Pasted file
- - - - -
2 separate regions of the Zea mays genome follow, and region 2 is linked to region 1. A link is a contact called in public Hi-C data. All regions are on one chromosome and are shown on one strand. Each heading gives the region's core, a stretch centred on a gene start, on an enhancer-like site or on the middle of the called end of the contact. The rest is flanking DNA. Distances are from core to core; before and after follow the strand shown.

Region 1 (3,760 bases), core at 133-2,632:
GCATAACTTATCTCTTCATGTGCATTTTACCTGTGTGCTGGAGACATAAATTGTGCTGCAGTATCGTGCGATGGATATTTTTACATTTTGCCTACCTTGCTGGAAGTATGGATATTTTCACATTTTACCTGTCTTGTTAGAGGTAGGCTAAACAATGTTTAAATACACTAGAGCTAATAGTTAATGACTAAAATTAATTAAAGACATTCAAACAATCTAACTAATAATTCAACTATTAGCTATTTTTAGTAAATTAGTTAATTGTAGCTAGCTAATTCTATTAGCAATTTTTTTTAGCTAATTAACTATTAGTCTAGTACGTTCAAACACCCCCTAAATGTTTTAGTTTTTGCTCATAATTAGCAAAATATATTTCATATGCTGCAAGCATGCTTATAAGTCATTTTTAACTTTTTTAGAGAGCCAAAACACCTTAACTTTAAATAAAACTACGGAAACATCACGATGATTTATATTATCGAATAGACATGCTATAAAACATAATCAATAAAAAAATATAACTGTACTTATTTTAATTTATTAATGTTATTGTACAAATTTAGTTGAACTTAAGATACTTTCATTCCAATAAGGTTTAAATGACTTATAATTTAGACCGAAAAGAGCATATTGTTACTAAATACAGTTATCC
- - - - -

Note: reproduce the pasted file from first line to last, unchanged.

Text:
2 separate regions of the Zea mays genome follow, and region 2 is linked to region 1. A link is a contact called in public Hi-C data. All regions are on one chromosome and are shown on one strand. Each heading gives the region's core, a stretch centred on a gene start, on an enhancer-like site or on the middle of the called end of the contact. The rest is flanking DNA. Distances are from core to core; before and after follow the strand shown.

Region 1 (3,760 bases), core at 133-2,632:
GCATAACTTATCTCTTCATGTGCATTTTACCTGTGTGCTGGAGACATAAATTGTGCTGCAGTATCGTGCGATGGATATTTTTACATTTTGCCTACCTTGCTGGAAGTATGGATATTTTCACATTTTACCTGTCTTGTTAGAGGTAGGCTAAACAATGTTTAAATACACTAGAGCTAATAGTTAATGACTAAAATTAATTAAAGACATTCAAACAATCTAACTAATAATTCAACTATTAGCTATTTTTAGTAAATTAGTTAATTGTAGCTAGCTAATTCTATTAGCAATTTTTTTTAGCTAATTAACTATTAGTCTAGTACGTTCAAACACCCCCTAAATGTTTTAGTTTTTGCTCATAATTAGCAAAATATATTTCATATGCTGCAAGCATGCTTATAAGTCATTTTTAACTTTTTTAGAGAGCCAAAACACCTTAACTTTAAATAAAACTACGGAAACATCACGATGATTTATATTATCGAATAGACATGCTATAAAACATAATCAATAAAAAAATATAACTGTACTTATTTTAATTTATTAATGTTATTGTACAAATTTAGTTGAACTTAAGATACTTTCATTCCAATAAGGTTTAAATGACTTATAATTTAGACCGAAAAGAGCATATTGTTACTAAATACAGTTATCC